2019 Mazda CX-5 Signature AWD: More power, luxury
How much difference does 63 horsepower make? In the case of the Mazda CX-5, it's the difference between a rewarding crossover SUV and one that's actually a lot of fun to drive.
Since the CX-5 was first introduced, automotive writers have praised its styling, quality and value. Many have said it sets the bar for compact crossovers. But they've also noted the standard 2.5-liter four cylinder engine is a little underpowered, especially since some competitors offer more powerful optional engines.
Mazda finally responded to the chiding this year by dropping the turbocharged 2.5-liter four from the three-row CX-9 crossover into the higher trim levels of the CX-5. The difference is immediately noticeable in off-the-line acceleration and freeway passing.
But the performance improvement really jumps out when the CX-5 is toggled into Sport mode with the switch on the center console. Then it begins to compete with the Mazda Miata sports car, accompanied by a low growl from the exhaust.
Mazda, what took you so long? Good sales without the turbo engine, undoubtedly. Buyers have flocked to CX-5's striking looks, high quality interior materials, and overall good handling, even without the additional power.
But Mazda also released a Signature edition of CX-5 this year that is decidedly upscale and intended to compete against genuine luxury compact crossovers. It has even higher quality interior materials than previously fully-loaded versions. And a higher price tag — just under $40,000, which would seem a lot for any CX-5 if it couldn't also compete performance-wise.
One qualifier is, it takes premium gas for the 2.5T to pump out 250 horsepower. With regular, the output is only 227 horsepower. That's still an improvement over the 187 horsepower in the non-turbo engine, which continues as the base power plant in the 2019 CX-5. But drivers who want to maximize performance — and why spend the extra money if you don't? — should be prepared to pay a little more for gas, too.
That said, in a week of test driving in mostly Sport mode, we were never tempted to wish for a little more power. The standard six-speed automatic transmission was perfectly tuned to take full advantage of the new engine. Although not a dual clutch automatic, we could even feel slight downshifts when decelerating.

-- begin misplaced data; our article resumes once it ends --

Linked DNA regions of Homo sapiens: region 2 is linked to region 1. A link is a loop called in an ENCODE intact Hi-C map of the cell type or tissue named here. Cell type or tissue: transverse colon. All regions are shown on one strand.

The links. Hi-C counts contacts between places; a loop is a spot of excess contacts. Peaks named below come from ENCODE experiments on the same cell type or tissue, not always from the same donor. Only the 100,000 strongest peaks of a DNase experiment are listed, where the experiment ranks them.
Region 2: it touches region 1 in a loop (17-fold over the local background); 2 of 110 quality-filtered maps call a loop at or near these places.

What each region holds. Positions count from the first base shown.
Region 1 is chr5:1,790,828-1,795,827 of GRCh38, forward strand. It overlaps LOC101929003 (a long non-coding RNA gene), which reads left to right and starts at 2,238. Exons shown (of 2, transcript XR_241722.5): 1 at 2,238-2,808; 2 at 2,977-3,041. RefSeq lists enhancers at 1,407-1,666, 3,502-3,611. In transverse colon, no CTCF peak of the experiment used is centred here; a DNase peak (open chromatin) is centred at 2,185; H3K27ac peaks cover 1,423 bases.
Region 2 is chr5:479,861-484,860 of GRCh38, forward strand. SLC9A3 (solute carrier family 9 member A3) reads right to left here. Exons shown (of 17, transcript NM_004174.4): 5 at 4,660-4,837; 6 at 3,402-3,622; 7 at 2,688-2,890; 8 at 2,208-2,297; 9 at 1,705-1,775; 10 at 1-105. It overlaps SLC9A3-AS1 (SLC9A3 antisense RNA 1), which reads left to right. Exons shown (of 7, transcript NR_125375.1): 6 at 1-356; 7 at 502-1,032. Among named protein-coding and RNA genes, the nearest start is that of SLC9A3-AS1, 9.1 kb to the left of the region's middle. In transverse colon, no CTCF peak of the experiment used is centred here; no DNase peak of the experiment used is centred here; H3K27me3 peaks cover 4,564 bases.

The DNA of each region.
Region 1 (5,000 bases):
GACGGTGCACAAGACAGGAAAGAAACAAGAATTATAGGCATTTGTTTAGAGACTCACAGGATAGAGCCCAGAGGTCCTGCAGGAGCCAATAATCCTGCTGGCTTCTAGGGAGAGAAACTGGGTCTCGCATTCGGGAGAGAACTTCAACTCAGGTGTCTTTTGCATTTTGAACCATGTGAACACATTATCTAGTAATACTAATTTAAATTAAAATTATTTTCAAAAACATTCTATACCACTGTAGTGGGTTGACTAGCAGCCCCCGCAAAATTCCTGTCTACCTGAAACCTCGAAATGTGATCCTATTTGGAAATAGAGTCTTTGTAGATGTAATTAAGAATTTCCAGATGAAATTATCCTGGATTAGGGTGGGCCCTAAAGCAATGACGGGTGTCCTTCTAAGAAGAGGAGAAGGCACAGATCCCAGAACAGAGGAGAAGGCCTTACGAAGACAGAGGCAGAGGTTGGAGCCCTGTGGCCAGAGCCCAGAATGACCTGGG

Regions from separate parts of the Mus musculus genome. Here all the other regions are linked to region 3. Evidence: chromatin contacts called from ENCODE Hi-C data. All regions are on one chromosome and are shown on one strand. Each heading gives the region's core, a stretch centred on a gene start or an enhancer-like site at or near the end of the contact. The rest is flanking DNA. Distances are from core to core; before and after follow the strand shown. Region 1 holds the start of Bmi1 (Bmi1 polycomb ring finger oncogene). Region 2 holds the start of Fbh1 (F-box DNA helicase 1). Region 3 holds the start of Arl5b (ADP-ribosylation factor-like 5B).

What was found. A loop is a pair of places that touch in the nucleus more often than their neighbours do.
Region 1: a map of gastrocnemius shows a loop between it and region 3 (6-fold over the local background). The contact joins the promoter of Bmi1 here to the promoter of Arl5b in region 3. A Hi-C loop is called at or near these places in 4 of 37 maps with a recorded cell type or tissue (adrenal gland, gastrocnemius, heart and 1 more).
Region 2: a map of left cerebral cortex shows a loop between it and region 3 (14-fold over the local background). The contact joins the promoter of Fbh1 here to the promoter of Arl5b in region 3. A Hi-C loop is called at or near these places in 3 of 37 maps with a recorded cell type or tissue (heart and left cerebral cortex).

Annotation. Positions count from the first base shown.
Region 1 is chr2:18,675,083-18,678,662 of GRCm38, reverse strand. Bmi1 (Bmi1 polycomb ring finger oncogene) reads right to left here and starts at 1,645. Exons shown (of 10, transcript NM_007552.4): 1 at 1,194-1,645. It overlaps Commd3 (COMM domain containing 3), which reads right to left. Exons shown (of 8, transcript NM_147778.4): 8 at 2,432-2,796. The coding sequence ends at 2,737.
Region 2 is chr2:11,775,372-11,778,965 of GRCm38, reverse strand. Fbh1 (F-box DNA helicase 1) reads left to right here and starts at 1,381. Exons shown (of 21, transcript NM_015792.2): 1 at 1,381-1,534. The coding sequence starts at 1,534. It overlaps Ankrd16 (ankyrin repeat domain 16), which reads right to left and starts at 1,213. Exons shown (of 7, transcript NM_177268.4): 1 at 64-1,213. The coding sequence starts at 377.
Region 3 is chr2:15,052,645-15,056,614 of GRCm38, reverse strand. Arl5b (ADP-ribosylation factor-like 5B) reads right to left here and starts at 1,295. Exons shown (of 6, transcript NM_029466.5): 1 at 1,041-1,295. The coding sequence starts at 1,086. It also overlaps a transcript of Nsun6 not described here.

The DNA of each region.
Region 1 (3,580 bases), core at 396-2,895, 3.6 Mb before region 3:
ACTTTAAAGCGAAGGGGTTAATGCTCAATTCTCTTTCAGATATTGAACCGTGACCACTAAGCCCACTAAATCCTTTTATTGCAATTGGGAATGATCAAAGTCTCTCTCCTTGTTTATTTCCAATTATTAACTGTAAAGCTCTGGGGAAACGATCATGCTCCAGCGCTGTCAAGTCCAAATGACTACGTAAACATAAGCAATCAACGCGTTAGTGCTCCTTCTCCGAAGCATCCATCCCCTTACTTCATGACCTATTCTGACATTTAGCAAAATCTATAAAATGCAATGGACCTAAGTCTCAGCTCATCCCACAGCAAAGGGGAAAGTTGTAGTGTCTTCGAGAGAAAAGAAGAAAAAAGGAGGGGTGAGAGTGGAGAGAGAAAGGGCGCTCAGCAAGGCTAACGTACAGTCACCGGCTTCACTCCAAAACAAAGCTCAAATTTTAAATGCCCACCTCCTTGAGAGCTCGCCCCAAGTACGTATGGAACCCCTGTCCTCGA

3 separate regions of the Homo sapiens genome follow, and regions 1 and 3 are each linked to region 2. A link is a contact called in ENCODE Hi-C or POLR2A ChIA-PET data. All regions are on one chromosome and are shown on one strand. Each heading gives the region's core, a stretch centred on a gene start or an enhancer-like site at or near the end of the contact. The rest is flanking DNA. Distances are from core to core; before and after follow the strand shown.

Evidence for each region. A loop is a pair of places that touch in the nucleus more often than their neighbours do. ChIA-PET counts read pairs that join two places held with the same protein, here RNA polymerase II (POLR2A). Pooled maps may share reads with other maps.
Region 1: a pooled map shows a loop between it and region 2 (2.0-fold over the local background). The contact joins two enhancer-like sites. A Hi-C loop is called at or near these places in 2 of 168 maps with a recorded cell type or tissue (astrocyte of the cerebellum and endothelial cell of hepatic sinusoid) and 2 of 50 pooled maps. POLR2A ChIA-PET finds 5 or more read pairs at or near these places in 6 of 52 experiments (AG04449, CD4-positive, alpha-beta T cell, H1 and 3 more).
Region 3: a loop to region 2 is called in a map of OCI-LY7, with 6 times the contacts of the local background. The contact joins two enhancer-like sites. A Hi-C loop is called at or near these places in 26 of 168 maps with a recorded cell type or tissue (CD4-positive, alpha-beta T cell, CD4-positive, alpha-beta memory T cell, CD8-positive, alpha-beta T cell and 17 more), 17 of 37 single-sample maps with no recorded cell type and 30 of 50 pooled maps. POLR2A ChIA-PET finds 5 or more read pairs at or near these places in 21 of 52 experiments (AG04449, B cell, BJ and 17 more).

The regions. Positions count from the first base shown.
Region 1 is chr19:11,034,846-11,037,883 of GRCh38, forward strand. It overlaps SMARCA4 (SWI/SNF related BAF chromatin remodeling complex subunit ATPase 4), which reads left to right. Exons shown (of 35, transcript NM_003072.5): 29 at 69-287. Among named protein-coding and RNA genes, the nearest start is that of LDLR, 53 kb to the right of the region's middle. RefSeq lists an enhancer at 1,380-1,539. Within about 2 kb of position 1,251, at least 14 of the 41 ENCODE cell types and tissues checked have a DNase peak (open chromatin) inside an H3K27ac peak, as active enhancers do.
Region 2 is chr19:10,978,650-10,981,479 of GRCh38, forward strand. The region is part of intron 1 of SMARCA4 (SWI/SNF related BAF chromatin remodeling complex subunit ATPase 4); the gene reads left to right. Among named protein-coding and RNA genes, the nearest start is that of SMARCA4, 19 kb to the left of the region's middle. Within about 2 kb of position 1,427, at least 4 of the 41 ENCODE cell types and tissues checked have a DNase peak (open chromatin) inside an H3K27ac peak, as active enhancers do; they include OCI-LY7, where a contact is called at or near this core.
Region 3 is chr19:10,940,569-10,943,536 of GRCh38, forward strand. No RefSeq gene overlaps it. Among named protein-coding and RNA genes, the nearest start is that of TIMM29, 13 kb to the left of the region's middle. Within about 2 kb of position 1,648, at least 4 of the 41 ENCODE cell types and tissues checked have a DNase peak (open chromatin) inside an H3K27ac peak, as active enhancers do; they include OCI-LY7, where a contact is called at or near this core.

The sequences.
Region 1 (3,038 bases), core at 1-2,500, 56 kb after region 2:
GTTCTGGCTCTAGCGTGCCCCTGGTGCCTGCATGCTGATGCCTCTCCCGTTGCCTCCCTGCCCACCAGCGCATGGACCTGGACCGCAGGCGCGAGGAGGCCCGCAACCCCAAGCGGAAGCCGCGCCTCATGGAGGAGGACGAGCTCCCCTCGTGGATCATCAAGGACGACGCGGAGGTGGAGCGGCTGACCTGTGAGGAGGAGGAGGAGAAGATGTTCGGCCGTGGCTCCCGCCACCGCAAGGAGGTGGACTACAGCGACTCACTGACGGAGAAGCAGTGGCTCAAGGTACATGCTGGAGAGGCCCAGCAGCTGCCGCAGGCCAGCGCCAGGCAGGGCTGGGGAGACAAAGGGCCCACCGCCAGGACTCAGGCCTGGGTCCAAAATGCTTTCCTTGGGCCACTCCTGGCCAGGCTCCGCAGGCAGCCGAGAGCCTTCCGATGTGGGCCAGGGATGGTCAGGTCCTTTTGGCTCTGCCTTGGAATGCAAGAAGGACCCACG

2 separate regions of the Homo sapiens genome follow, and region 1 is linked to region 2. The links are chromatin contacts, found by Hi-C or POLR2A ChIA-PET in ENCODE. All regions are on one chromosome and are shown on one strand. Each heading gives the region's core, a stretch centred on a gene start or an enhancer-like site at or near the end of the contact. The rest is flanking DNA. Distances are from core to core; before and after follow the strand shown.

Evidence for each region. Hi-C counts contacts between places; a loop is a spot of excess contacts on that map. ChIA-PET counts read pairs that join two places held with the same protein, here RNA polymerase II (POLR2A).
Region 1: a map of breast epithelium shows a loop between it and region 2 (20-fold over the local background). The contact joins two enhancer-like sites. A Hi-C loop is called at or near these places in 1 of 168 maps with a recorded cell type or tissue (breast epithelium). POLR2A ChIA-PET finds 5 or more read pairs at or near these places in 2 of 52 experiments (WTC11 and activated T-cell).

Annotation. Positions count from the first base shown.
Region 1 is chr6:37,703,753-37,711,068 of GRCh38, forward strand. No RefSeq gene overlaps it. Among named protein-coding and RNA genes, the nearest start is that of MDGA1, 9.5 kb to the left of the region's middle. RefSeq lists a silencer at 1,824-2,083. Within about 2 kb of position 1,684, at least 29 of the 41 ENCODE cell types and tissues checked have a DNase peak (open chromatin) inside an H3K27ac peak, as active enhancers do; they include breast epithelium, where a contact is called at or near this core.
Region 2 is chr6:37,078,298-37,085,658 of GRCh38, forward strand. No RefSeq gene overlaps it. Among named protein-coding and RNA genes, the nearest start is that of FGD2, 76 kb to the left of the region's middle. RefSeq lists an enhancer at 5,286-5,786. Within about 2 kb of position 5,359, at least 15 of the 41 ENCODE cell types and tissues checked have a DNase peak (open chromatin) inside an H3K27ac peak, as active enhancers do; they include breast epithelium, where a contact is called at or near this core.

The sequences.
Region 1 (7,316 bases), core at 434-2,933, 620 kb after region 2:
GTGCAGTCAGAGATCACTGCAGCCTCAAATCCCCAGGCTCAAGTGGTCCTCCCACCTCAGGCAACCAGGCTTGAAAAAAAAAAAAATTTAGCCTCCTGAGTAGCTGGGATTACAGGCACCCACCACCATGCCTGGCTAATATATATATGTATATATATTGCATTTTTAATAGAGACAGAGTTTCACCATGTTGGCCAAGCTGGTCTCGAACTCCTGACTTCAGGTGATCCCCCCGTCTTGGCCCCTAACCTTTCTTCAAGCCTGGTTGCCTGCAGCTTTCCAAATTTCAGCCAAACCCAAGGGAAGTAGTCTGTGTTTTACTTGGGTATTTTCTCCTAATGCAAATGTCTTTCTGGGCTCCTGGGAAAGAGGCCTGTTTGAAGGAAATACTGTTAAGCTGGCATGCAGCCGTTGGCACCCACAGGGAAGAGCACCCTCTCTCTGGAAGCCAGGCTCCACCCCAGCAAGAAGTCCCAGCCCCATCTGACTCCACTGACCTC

All CX-5s have a revised suspension and the the latest version of the company's G-vectoring Control Plus system, which improves corning. The result is once again the smoothest riding affordable compact crossover on the market.
The upgraded interior appointments were a little harder to notice. That's probably because we've always tested top-of-the-line models, which has their best materials. While the leather in our Signature model seemed richer and there was a little more real wood trim, the rest of the interior looked and felt the same, which is to say well designed and built, but fundamentally the same as last year's model.
Although Mazda offered turbo engines in some previous vehicles, the held off making them available in recent years, arguing that their SkyActiv technology made their normally-apirated engines competitive. But once they put the 2.5T in the CX-9, it was hard to keep fighting the critics, and now they're also offering it in their designed 2019 Mazda6 midsize sedan, too. Better late than never.
2019 Mazda CX-5 Signature AWD
Base price: $ $37,885
Price as tested: $39,325
Type: Compact crossover SUV
Engine: 2.5-liter turbocharged four-cylinder (250 hp, 310 lbs-ft)
Transmission: 6-speed automatic
EPA estimated mileage: 22/27
Overall length: 179.1 inches
Curb weight: 3,825 pounds
Final assembly: Hiroshima, Japan
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